I'm fully aware that terms along the lines of 'shameless worship' and similar are put to use on this blog somewhat often to describe certain bands and their releases. I won't dance around it, most of any new music from new bands that I tend to develop interests in these days generally always lifts heavy influence from various groups from the 80's and early 90's. This is a rule that blankets across pretty much all styles and sub genres that I post about. I like to think that most people who read this crap (and other similar blogs from around the place) would say the same about their own tastes. I don't think this is a bad thing. Maybe it's the pessimist (I prefer realist) in me, maybe it's an age thing (I will turn 30 this year) but I no longer really hold faith in any human being able to create something original that is actually worth my time, effort and money these days. I find that I just simply don't get a kick out of anything with a new style or sound. Though I still find that I get excited about new bands doing old things all the time. Such is the case, that whenever a new album comes about from any band doing their interpretation of the utterly brilliant early 90's Swedish Death Metal sound created by legends like Nihilist, Grave and Dismember, I'll always take the time to investigate. Don't pretend that I haven't made many posts about the style on this blog over the years.
The new Entrails album, "Raging Death" is a funny one in that technically the band are a first wave Swedish group, though they've only made a name for themselves internationally in the last three or four years. The story goes that the original line up were active for a chunk of time over the early and mid 90's, never releasing anything, disbanding in 1998. Central member and songwriter Jimmy Lundqvist then decided to reform the band in 2008 with a fresh line up. With his leadership they recorded and released a couple demo tapes, caught the attention of F.D.A. Rekotz and released two LP's, and then Metal Blade Records decided they were interested. The result is this new LP. I've mentioned it previously, I held no real enthusiasm for these guys before I heard a preview track on the Metal Blade site months ago, but this album is amazingly top shelf Swedish Death Metal revivalism, and possibly the best contribution to the style since "Into The Grave". Big call I know, but there are no flaws with "Raging Death", regardless of how borderline plagueristic various aspects of it seem to be. Anyone even vaguely familiar with Entombed's opus "Left Hand Path" should be able to pick many of the similarities I am speaking about. From smaller aspects like the virtually identical logo and the likeness in the artworks style, to the more obvious things like the hugely familiar riffs, tremolo picking, hints of melody, and of course that Sunlight Guitar Sound. We all know that the sound is a prerequisite of the style, but I'm confident in saying that the tone the band achieve here is probably the best any band has sounded in the last 15 years. It's crushing. So impressed I am with this album, that I am back giving the bands earlier stuff another go. All of it is noticeably rougher in nature, but it's not without it's own charm. I find I'm paying the most amount of attention to the bands debut album, "Tales From The Morgue".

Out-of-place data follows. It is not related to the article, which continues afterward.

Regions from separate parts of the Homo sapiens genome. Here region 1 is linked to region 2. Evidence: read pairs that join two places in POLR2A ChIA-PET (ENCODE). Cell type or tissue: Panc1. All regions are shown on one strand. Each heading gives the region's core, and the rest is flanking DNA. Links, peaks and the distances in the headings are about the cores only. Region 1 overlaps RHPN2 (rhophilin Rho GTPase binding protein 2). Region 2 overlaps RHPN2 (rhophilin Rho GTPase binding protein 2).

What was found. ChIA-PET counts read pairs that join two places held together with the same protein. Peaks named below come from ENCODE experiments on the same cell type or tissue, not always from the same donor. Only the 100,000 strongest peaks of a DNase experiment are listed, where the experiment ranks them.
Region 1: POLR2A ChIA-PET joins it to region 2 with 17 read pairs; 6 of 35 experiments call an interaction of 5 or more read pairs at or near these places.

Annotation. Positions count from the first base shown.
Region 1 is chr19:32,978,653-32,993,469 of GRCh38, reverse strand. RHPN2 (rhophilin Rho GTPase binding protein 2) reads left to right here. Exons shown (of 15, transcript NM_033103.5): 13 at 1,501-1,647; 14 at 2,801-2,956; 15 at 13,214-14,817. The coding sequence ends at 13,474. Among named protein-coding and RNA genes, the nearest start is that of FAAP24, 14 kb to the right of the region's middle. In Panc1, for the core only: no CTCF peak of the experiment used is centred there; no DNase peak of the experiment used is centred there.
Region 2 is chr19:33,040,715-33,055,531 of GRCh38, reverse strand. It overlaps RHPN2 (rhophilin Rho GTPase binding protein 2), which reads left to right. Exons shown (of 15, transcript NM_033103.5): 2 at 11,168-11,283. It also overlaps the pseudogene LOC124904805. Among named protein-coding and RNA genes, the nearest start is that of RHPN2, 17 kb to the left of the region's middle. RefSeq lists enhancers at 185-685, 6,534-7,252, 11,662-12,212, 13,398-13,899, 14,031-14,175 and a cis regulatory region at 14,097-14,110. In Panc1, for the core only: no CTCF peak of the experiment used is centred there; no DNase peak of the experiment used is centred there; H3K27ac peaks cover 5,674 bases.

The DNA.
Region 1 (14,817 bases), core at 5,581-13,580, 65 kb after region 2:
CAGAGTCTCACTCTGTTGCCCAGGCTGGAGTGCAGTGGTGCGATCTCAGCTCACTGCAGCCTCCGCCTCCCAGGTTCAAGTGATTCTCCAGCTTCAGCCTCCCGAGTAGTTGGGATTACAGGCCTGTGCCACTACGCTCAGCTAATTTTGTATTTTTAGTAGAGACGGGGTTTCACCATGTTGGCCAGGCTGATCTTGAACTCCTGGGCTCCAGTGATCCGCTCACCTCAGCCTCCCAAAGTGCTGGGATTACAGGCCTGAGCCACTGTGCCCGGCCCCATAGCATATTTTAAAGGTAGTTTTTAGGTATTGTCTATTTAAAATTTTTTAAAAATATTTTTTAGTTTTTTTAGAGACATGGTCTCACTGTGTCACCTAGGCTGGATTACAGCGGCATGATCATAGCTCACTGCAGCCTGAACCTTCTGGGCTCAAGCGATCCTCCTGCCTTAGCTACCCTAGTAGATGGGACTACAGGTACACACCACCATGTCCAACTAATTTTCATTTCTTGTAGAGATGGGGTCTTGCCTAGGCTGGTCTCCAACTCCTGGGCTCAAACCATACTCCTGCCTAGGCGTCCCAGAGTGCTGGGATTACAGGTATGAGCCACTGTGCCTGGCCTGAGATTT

Maybe it's again the pessimist in me, but I can't help but feel that a good chunk of Metal Blade's interest in financing this album would be based in this style of Death Metal's resurgence in popularity over the last two years or so. That shouldn't detract from how great "Raging Death" is though. If there's any one band that could be responsible for really introducing this style of metal to a younger generation, Entrails would certainly be one of the front runners.